How does one create locally-focused content that’s shareable, searchable, attracts links, PR, AND relates back to your business?
To quote Jimmy Dugan, if it were easy, everyone would do it. But when my wife and I formed our locally focused (in Upstate NY and the Hudson Valley) marketing agency, Kingston Creative, in 2015, we realized that we needed to create incredibly effective and engaging content in order to attract the kinds of clients that we really wanted.
Our content has had varying levels of success and scalability. But the most repeatable concept was a series of “The Most-Instagrammed Places in [Local Location]” blog posts, which to date have earned us around 4,500 organic social media shares, 15,000 page views, and a bunch of links from places like municipal websites, local businesses, and news media. They have helped us position ourselves as leaders in our market for playing in the intersection of data, creativity, and social media.
I’ll show you how we did it.
Establishing Content Goals
We wanted to:
- Get into local people’s news feeds organically
- Show (not tell) that we “get” social media
- Gain valuable touch points with local businesses, organizations, officials
- Earn local, high-authority links to raise the overall SEO “equity” of our site
As a small, growing company, we also didn’t have lots of extra bandwidth or resources to invest in this content. We couldn’t afford to waste time on something that wouldn’t work.
To lower our risk, we drew on some core concepts from our favorite marketing experts. Gary Vaynerchuk says to create leverage by providing value to your audience, above all else. Rand Fishkin talks a lot about creating “10x Content,” which is ten times better than the baseline of existing content. And Tyler Hakes talks about presenting publicly-available data in interesting ways.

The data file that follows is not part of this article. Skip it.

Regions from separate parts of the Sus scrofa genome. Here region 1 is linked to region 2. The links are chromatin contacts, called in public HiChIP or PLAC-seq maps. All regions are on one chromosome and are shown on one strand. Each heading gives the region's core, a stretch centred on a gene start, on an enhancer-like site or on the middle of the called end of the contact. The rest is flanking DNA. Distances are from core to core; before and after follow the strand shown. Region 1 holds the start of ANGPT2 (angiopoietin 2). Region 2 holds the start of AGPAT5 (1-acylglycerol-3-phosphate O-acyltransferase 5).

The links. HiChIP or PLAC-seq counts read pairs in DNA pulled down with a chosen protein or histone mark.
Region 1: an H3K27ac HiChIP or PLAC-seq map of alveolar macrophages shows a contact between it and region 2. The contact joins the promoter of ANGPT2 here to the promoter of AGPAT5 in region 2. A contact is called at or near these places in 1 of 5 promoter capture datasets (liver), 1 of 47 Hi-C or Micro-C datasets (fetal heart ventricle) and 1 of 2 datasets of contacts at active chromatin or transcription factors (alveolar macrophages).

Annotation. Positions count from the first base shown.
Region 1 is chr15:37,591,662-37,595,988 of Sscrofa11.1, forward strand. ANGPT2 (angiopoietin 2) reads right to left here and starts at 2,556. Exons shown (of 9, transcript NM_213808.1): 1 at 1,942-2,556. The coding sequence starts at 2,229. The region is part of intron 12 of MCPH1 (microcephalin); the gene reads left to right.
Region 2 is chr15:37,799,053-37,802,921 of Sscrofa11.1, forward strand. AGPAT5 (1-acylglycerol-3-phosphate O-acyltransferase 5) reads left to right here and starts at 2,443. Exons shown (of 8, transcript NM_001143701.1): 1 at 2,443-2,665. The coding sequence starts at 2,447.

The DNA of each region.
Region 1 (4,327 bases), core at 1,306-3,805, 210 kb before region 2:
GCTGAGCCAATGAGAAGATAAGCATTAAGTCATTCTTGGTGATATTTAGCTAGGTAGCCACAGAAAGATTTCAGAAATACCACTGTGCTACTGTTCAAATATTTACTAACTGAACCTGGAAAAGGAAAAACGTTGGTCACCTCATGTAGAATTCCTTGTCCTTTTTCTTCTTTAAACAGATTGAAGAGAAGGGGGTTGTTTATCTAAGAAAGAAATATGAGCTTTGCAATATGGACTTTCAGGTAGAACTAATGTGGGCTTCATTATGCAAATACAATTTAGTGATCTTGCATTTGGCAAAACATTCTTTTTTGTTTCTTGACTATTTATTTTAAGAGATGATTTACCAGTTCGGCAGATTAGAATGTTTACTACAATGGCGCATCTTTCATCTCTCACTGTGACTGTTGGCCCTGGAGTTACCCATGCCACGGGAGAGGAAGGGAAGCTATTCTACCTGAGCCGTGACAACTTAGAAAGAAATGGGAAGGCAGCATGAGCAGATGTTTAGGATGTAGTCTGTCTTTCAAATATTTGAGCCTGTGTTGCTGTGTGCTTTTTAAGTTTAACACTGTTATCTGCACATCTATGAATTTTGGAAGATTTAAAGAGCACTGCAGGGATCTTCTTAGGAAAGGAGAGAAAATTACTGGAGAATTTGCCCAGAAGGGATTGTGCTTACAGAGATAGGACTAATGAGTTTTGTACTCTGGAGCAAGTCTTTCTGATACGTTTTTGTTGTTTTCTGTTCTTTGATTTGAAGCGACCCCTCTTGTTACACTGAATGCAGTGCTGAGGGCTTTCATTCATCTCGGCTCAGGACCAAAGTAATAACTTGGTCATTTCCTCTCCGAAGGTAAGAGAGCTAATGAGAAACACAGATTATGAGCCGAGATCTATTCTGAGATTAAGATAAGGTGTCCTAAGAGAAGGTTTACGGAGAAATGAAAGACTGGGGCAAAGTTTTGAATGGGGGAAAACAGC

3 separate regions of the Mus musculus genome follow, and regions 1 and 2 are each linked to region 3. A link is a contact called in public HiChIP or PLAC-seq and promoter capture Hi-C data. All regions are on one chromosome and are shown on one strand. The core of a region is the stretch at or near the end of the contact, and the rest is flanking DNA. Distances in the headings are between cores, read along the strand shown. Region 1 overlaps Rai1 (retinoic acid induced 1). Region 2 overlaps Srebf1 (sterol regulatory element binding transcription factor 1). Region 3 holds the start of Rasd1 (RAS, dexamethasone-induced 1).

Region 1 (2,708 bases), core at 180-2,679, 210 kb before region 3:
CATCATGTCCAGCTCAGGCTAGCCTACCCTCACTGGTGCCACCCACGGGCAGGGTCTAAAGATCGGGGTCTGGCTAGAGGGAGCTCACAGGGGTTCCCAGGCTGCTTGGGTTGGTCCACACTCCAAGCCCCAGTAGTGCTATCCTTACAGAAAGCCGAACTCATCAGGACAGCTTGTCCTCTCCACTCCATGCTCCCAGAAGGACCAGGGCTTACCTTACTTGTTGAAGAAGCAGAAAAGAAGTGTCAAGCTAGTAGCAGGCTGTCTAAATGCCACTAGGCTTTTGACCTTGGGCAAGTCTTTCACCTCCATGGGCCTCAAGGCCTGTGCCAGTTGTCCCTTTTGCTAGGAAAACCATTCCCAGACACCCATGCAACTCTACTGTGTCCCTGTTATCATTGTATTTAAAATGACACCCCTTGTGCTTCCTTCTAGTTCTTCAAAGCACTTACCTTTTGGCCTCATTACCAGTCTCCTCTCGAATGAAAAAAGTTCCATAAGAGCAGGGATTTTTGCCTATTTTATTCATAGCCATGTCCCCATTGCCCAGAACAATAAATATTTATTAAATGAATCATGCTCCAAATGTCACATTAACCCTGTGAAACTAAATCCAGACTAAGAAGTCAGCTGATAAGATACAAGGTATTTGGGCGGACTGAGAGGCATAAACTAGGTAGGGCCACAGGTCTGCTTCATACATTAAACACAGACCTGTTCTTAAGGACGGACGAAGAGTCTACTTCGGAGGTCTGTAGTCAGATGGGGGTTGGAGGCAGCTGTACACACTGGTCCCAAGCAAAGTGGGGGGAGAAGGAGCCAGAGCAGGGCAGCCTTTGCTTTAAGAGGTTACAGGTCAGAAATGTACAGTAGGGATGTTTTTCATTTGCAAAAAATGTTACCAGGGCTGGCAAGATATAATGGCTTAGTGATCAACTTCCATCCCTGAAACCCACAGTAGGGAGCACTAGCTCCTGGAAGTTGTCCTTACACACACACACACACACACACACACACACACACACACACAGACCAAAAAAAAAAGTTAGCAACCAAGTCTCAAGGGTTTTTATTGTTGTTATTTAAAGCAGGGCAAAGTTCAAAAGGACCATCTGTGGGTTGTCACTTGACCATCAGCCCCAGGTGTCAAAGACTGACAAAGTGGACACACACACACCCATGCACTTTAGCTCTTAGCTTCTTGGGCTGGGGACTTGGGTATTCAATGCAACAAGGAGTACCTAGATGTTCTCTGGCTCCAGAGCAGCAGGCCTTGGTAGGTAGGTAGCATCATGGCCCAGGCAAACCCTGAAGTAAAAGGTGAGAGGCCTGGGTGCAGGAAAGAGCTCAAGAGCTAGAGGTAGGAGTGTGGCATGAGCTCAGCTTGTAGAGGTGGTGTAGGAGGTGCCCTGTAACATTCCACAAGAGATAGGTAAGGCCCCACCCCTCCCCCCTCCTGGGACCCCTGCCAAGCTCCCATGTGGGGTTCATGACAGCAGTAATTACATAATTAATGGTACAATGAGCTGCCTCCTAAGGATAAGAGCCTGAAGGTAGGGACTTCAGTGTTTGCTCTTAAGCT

The data, we decided, would have to be something that’s flattering to local organizations and relatable to our social media-heavy audience. After scouring the Internet for something that hadn’t been covered in our area before, we realized that geotagged Instagram posts are valuable. People like making them and businesses like when people take pictures at their location. They’re also kind of a black box; there’s no easy way to tell which places are the most geotagged.
Checking out Ahref‘s invaluable Content Explorer tool helped affirm that content about “The Most Instagrammed Places” is highly shareable and not yet tapped out; they’ve been done mostly on a national or state level, but not by region. It’s intersectional—the lists aren’t just comprised of artisanal/hipster shops but also sports stadiums, bars, and natural attractions.
The next step was uncovering the data. A big social listening and insights company could probably spit out the answer in a matter of hours, but they were way beyond our budget. After a lot of searching, I stumbled upon NEXT Analytics’ $40/month Excel plug-in. You have to be ready to roll up your sleeves and dig into Excel spreadsheets, but it is a really powerful service.
The tool allowed me to set radii around different coordinates, and then pull down all of the Instagram posts geotagged within them. Since our agency is locally-focused, I tried to get everything within a 30-mile radius of our office in Kingston, NY. The tool is a little touch-and-go with rural areas, but I was able to cover most of our region, 5 km at a time.
Once I pulled all of the data, I had to set up some rules for my blog post. To provide the most value to the reader, I wanted to make sure that businesses that simply post from their location every day didn’t automatically win. I also had to make sure that locations with messy, duplicate, or inaccurate Instagram geotags were correctly attributed. And, finally, I set the time frame: the posts had to be within the last 12 months.